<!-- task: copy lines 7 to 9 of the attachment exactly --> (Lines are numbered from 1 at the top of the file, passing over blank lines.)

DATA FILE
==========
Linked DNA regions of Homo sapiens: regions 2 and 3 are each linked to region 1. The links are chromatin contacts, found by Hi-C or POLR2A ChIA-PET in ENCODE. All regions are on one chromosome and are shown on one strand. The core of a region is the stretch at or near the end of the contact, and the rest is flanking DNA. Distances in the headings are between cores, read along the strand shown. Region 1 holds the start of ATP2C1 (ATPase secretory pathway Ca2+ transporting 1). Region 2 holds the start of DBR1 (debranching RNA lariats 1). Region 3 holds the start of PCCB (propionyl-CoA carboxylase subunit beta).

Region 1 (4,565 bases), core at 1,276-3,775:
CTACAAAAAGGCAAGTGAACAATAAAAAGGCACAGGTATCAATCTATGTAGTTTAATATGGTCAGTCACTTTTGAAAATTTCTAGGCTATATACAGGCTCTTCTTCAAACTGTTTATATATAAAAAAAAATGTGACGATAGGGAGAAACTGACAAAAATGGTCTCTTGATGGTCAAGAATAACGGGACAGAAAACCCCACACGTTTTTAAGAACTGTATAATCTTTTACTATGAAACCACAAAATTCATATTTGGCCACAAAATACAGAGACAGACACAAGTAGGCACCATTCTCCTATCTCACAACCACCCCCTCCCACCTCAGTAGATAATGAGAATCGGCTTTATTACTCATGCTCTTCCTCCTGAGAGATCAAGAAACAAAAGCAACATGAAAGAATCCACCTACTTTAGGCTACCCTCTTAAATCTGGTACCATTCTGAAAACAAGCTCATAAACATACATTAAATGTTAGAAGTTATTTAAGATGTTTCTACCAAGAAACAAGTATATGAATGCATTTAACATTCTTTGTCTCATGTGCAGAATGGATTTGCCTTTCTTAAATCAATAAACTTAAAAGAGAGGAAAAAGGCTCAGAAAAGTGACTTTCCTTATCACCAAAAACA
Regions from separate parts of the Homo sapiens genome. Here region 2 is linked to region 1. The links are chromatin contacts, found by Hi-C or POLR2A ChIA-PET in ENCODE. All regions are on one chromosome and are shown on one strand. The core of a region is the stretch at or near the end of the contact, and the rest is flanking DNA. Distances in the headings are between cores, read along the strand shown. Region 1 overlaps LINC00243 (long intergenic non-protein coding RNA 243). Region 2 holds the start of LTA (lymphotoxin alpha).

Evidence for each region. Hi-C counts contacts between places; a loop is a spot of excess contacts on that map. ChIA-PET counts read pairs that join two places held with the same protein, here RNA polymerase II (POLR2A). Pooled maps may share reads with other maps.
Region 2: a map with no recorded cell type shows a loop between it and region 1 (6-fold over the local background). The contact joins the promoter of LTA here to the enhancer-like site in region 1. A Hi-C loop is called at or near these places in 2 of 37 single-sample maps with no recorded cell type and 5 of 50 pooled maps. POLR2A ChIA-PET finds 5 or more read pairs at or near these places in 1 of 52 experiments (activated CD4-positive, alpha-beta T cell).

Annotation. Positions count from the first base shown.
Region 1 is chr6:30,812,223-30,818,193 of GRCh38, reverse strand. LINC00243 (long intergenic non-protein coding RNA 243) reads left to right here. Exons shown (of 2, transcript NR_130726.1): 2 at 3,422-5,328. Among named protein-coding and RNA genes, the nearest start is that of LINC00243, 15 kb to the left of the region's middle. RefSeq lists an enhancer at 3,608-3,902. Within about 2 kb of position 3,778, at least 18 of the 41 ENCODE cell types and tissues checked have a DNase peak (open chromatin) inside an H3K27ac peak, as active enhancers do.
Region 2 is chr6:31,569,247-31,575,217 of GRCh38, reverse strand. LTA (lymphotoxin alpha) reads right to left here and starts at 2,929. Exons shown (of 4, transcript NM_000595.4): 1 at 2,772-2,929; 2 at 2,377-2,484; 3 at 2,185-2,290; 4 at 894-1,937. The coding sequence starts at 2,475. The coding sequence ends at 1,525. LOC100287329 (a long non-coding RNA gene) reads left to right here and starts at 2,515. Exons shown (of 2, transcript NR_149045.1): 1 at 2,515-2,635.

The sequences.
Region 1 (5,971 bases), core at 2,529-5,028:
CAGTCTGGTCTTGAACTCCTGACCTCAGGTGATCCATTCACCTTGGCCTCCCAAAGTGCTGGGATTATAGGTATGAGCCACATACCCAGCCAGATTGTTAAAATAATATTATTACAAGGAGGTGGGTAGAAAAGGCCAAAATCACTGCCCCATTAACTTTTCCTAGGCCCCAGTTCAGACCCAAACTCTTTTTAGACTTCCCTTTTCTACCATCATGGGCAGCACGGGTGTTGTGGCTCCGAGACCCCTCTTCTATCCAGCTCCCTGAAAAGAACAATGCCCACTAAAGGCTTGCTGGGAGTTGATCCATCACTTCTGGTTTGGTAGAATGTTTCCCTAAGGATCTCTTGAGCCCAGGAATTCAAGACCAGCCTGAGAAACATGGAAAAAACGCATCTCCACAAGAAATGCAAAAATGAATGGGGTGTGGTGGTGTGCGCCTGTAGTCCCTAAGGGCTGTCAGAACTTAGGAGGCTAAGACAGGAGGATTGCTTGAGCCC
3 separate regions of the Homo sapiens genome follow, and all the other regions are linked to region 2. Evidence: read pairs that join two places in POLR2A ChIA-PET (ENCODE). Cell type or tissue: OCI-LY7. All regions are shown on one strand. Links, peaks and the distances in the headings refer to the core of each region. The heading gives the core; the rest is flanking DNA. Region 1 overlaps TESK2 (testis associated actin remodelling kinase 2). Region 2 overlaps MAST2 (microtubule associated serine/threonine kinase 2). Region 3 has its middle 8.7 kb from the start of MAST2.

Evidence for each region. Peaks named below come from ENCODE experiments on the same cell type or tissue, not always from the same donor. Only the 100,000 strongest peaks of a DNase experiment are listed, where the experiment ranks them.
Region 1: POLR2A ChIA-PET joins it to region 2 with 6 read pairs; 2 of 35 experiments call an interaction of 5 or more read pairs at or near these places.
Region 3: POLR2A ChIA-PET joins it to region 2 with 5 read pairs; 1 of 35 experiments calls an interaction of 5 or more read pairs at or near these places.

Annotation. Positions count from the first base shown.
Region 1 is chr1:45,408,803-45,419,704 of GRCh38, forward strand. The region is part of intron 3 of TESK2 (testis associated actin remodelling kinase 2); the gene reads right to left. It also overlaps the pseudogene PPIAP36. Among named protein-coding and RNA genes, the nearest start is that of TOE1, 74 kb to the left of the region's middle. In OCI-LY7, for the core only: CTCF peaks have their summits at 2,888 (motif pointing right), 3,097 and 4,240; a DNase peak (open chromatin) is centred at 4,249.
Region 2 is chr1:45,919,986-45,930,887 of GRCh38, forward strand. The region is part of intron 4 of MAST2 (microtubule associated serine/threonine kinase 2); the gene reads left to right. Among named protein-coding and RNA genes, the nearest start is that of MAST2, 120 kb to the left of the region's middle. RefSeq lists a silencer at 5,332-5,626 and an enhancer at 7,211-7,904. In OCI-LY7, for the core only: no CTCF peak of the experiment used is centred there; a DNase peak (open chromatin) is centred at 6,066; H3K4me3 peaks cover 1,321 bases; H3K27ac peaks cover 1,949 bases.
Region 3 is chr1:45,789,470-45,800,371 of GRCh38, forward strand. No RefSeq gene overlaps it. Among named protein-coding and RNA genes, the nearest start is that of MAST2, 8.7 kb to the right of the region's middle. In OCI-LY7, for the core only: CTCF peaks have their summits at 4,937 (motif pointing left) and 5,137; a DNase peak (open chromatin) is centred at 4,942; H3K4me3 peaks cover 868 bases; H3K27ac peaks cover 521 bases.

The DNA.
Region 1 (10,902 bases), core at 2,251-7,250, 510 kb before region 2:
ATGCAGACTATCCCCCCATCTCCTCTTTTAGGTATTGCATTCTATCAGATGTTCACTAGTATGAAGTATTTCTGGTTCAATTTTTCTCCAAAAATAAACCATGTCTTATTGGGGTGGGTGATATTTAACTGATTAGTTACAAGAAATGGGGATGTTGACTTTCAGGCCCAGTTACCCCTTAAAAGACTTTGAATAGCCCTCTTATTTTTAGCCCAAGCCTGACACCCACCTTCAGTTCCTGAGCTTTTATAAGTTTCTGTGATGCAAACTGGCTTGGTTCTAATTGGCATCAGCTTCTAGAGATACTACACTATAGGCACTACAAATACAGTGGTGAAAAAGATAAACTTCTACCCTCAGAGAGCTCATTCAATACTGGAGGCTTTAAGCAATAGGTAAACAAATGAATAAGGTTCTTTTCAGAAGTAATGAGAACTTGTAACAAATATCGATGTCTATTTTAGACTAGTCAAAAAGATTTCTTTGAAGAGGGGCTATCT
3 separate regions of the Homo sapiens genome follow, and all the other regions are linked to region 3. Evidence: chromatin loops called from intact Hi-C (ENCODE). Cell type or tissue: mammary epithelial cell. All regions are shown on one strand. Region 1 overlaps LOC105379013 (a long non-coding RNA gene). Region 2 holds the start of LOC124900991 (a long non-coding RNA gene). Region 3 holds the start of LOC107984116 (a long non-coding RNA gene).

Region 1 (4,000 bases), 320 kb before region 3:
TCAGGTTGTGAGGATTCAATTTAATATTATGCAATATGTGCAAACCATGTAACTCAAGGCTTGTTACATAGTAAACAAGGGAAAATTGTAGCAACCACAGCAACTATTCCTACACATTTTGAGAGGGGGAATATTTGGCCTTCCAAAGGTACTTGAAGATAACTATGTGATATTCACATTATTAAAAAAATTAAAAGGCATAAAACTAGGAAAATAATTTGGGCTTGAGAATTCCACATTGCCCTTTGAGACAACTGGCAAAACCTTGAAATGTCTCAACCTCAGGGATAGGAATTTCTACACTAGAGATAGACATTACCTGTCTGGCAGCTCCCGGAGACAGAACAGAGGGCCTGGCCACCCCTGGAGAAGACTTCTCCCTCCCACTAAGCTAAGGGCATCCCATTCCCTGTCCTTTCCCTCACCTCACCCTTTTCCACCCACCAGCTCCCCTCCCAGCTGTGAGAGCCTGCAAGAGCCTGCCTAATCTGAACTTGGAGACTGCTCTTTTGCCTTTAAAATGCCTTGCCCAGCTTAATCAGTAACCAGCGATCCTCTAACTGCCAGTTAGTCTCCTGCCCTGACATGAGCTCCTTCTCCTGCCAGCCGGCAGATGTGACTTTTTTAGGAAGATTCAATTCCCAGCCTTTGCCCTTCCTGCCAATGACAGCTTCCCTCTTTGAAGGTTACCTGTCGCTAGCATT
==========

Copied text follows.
Annotation. Positions count from the first base shown.
Region 1 is chr6:30,812,223-30,818,193 of GRCh38, reverse strand. LINC00243 (long intergenic non-protein coding RNA 243) reads left to right here. Exons shown (of 2, transcript NR_130726.1): 2 at 3,422-5,328. Among named protein-coding and RNA genes, the nearest start is that of LINC00243, 15 kb to the left of the region's middle. RefSeq lists an enhancer at 3,608-3,902. Within about 2 kb of position 3,778, at least 18 of the 41 ENCODE cell types and tissues checked have a DNase peak (open chromatin) inside an H3K27ac peak, as active enhancers do.
Region 2 is chr6:31,569,247-31,575,217 of GRCh38, reverse strand. LTA (lymphotoxin alpha) reads right to left here and starts at 2,929. Exons shown (of 4, transcript NM_000595.4): 1 at 2,772-2,929; 2 at 2,377-2,484; 3 at 2,185-2,290; 4 at 894-1,937. The coding sequence starts at 2,475. The coding sequence ends at 1,525. LOC100287329 (a long non-coding RNA gene) reads left to right here and starts at 2,515. Exons shown (of 2, transcript NR_149045.1): 1 at 2,515-2,635.